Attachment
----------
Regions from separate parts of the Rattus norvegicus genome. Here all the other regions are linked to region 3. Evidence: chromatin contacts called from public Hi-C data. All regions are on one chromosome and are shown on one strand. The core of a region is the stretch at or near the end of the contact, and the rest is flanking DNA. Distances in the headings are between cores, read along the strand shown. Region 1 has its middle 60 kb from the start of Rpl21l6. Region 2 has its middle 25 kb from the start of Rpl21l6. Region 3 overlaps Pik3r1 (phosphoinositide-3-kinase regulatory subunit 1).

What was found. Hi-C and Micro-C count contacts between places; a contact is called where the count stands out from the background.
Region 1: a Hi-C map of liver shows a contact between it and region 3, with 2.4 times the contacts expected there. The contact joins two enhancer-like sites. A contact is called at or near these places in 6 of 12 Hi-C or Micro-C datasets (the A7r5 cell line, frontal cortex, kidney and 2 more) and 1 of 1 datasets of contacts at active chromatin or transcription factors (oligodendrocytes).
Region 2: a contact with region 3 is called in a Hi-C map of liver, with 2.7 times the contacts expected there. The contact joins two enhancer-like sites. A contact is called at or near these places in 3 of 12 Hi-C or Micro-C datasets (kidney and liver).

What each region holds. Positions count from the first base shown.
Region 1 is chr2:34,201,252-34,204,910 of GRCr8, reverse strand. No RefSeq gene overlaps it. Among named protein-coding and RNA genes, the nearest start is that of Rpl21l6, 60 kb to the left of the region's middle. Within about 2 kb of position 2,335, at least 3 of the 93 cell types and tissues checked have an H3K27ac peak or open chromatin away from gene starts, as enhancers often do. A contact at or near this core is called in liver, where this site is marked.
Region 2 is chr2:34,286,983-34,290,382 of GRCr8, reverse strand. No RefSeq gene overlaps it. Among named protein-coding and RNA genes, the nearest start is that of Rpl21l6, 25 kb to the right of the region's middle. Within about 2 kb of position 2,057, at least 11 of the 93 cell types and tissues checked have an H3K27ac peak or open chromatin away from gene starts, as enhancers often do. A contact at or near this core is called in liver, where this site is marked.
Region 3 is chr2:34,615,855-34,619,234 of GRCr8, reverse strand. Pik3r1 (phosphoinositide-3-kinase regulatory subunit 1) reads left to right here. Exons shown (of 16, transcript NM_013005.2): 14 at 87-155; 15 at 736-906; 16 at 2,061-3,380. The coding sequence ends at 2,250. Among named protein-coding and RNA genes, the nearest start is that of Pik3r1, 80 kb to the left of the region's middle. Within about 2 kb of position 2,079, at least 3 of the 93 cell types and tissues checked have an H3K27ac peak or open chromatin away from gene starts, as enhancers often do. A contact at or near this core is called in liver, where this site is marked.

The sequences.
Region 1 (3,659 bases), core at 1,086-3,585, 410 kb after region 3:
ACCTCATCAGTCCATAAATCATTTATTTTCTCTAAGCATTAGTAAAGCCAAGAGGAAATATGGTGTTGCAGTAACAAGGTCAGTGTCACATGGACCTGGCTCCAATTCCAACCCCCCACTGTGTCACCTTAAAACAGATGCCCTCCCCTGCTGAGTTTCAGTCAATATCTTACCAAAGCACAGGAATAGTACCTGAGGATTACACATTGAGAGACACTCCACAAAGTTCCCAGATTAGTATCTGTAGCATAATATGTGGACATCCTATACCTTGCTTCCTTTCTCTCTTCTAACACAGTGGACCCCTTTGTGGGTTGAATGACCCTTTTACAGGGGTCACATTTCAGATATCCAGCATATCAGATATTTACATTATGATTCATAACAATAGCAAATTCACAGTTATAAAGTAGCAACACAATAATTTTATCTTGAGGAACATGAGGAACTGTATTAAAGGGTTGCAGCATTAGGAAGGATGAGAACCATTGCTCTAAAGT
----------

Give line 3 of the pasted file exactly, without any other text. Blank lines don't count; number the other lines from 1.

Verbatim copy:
Region 1: a Hi-C map of liver shows a contact between it and region 3, with 2.4 times the contacts expected there. The contact joins two enhancer-like sites. A contact is called at or near these places in 6 of 12 Hi-C or Micro-C datasets (the A7r5 cell line, frontal cortex, kidney and 2 more) and 1 of 1 datasets of contacts at active chromatin or transcription factors (oligodendrocytes).